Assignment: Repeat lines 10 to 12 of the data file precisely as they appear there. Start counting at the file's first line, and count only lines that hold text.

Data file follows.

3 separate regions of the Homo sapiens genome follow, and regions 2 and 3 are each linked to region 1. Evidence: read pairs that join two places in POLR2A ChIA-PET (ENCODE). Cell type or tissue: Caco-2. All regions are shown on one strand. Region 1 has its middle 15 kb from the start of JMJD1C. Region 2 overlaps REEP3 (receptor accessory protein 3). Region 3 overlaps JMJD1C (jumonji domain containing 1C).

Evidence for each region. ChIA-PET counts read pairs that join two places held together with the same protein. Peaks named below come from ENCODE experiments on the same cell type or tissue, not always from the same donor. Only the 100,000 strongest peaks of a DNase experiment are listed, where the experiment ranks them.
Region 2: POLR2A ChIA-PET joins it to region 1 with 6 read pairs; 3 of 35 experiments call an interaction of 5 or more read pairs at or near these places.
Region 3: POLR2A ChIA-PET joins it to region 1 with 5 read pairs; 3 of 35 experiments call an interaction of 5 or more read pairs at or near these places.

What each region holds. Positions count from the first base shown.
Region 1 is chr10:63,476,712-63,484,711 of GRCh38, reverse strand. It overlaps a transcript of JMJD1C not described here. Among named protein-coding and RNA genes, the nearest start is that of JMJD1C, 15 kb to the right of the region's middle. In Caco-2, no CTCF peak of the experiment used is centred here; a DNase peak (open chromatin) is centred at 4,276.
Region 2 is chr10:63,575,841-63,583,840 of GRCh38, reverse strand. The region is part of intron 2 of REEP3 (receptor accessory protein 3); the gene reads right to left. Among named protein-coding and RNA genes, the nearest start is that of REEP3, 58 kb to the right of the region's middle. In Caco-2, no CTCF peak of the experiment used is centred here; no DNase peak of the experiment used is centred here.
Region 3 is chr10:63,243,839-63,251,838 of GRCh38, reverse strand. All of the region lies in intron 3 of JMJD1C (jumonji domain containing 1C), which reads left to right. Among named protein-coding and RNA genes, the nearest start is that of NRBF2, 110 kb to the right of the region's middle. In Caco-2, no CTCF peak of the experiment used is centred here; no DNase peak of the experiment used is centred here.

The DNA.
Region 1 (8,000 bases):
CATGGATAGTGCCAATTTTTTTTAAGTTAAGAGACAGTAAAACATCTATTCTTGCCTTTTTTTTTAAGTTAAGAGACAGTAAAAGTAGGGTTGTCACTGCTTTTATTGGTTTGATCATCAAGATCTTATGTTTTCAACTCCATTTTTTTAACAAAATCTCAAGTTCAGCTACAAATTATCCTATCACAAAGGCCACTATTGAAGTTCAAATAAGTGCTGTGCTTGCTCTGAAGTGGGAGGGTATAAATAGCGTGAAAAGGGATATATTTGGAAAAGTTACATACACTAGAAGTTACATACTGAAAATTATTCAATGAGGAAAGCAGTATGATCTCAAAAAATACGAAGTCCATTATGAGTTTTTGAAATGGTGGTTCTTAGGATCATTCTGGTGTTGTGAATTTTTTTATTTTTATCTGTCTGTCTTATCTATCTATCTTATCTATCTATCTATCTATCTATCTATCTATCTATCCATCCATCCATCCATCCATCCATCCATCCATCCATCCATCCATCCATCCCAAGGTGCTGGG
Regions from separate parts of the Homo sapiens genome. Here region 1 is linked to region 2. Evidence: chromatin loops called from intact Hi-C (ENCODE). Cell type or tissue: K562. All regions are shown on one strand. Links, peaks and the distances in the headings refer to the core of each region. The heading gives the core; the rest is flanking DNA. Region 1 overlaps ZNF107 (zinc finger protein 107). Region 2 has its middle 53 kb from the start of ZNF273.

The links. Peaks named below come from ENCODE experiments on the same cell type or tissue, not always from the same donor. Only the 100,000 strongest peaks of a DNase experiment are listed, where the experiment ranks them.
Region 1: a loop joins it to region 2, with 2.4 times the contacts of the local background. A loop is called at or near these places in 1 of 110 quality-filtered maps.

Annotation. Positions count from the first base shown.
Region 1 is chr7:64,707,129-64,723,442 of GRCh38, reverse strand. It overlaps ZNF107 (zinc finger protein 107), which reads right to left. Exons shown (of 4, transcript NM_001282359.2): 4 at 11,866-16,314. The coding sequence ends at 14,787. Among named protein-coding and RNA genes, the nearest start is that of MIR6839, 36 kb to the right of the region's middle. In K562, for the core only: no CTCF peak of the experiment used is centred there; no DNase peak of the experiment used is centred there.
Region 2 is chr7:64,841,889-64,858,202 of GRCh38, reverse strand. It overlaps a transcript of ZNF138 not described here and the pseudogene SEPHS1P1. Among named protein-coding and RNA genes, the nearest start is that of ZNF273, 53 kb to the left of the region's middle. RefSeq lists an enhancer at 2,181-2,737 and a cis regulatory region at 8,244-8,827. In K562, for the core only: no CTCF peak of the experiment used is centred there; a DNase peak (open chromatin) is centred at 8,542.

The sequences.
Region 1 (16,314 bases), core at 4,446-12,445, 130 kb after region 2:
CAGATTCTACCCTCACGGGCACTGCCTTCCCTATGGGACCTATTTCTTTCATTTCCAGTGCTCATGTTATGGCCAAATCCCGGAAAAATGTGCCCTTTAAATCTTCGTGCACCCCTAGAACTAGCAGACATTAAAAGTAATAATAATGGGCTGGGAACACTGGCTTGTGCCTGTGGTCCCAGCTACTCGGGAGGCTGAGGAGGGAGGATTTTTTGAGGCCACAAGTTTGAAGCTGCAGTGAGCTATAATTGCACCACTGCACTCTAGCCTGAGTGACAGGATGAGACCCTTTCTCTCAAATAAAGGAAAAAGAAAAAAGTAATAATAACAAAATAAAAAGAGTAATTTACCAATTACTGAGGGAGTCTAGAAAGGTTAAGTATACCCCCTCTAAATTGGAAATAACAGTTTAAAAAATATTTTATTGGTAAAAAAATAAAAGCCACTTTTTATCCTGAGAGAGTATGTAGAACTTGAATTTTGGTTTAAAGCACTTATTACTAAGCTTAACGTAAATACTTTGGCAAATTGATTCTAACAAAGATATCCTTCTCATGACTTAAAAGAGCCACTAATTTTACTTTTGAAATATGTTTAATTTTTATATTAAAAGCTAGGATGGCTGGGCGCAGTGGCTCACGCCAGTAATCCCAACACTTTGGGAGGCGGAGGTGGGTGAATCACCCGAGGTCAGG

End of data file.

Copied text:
Region 1 (8,000 bases):
CATGGATAGTGCCAATTTTTTTTAAGTTAAGAGACAGTAAAACATCTATTCTTGCCTTTTTTTTTAAGTTAAGAGACAGTAAAAGTAGGGTTGTCACTGCTTTTATTGGTTTGATCATCAAGATCTTATGTTTTCAACTCCATTTTTTTAACAAAATCTCAAGTTCAGCTACAAATTATCCTATCACAAAGGCCACTATTGAAGTTCAAATAAGTGCTGTGCTTGCTCTGAAGTGGGAGGGTATAAATAGCGTGAAAAGGGATATATTTGGAAAAGTTACATACACTAGAAGTTACATACTGAAAATTATTCAATGAGGAAAGCAGTATGATCTCAAAAAATACGAAGTCCATTATGAGTTTTTGAAATGGTGGTTCTTAGGATCATTCTGGTGTTGTGAATTTTTTTATTTTTATCTGTCTGTCTTATCTATCTATCTTATCTATCTATCTATCTATCTATCTATCTATCTATCCATCCATCCATCCATCCATCCATCCATCCATCCATCCATCCATCCATCCCAAGGTGCTGGG
Regions from separate parts of the Homo sapiens genome. Here region 1 is linked to region 2. Evidence: chromatin loops called from intact Hi-C (ENCODE). Cell type or tissue: K562. All regions are shown on one strand. Links, peaks and the distances in the headings refer to the core of each region. The heading gives the core; the rest is flanking DNA. Region 1 overlaps ZNF107 (zinc finger protein 107). Region 2 has its middle 53 kb from the start of ZNF273.